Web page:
The global climate system is driven by energy from the sun. Several gases in the atmosphere act to trap the energy from the sun, thus warming the earth. These gases are called greenhouse gases and the process is the greenhouse effect. Human activities over the last 200 years, particularly the burning of fossil fuels (oil, coal, natural gas) and the clearing of forests, have increased the concentration of greenhouse gases in the atmosphere. This is likely to lead to more solar radiation being trapped, which in turn will lead to the earth’s surface warming up – called the enhanced greenhouse effect. The concentrations in the atmosphere of greenhouse gases such as carbon dioxide (CO2), methane (CH4) and nitrous oxide (N2O) have all increased markedly since 1750, and now exceed by far their pre-industrial levels.
(http://www.greenfacts.org/en/climate-change-ar4/l-2/2-current-past-observed-climate.h)
Scientific evidence that proves that the climate is changing due to human activities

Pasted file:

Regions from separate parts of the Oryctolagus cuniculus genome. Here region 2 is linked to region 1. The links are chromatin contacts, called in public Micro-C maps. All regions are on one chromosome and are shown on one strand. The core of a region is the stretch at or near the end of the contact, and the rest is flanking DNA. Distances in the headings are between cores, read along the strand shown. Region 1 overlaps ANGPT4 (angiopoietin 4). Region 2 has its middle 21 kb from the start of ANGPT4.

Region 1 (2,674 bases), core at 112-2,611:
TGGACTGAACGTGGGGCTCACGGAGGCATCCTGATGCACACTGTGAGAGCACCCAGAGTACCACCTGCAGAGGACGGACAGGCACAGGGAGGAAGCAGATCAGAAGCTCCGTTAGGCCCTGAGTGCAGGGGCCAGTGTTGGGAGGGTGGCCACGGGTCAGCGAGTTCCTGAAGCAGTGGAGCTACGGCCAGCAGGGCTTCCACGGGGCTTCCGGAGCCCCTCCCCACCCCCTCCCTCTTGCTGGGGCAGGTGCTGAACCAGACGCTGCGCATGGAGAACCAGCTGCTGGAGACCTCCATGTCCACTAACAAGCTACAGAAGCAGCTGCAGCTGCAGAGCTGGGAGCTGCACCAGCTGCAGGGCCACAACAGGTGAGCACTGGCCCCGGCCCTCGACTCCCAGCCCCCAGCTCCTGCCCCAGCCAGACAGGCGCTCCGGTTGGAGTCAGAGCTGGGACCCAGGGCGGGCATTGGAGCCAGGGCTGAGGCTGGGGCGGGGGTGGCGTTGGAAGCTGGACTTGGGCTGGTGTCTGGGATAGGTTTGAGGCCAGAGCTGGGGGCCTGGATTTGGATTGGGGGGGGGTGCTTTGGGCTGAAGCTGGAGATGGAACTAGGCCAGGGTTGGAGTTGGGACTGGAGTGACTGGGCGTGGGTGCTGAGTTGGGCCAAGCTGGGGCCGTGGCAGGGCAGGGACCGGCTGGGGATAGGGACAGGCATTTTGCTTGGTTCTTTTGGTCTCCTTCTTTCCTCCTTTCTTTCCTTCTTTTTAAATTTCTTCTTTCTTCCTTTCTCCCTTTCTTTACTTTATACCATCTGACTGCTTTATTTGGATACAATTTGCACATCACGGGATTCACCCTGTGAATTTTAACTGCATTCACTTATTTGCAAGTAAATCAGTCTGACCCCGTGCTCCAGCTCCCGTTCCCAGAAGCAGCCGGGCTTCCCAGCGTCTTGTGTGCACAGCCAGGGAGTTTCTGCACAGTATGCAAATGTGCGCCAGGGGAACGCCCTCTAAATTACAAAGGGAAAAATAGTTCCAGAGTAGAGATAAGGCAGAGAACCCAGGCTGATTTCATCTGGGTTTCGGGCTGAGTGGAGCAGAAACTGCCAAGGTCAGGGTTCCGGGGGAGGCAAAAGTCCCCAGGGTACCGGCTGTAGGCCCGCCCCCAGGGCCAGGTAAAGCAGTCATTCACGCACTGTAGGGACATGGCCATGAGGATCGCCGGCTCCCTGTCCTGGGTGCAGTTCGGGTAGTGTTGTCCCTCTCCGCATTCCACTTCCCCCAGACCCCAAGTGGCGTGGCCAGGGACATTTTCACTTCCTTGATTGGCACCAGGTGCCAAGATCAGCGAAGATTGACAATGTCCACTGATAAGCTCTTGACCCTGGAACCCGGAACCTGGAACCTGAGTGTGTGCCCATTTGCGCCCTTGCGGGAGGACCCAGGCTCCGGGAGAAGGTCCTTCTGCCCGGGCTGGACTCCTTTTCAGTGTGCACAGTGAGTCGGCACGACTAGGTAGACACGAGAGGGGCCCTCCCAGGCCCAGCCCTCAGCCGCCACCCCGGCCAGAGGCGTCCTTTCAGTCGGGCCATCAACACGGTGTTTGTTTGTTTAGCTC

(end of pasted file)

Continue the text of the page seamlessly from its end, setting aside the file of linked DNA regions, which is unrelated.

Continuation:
There is new and stronger evidence that most of the world’s warming observed since the Industrial Revolution is attributable to rising greenhouse gas emissions from human activities. Evolving computer models, alongside increasing evidence in the form of rising temperatures, more frequent extreme weather events and other effects are in line with scientists’ predictions about climate change. Modelling also shows that temperatures should continue to rise during the 21st Century, affecting nature and mankind.
Key to the collaboration of climate scientists has been the creation of the Intergovernmental Panel on Climate Change (IPCC) by the United Nations in 1988. The IPCC brings together hundreds of scientists who assess and peer-review studies and other relevant information in order to establish a global scientific consensus on climate change.
The IPCC’s fourth major report was published in late 2007, following six years of work. The report establishes beyond all reasonable doubt that greenhouse gas emissions from human activity are generating global warming, a rise in average temperatures worldwide that could have a devastating impact on people, our economies and our environment.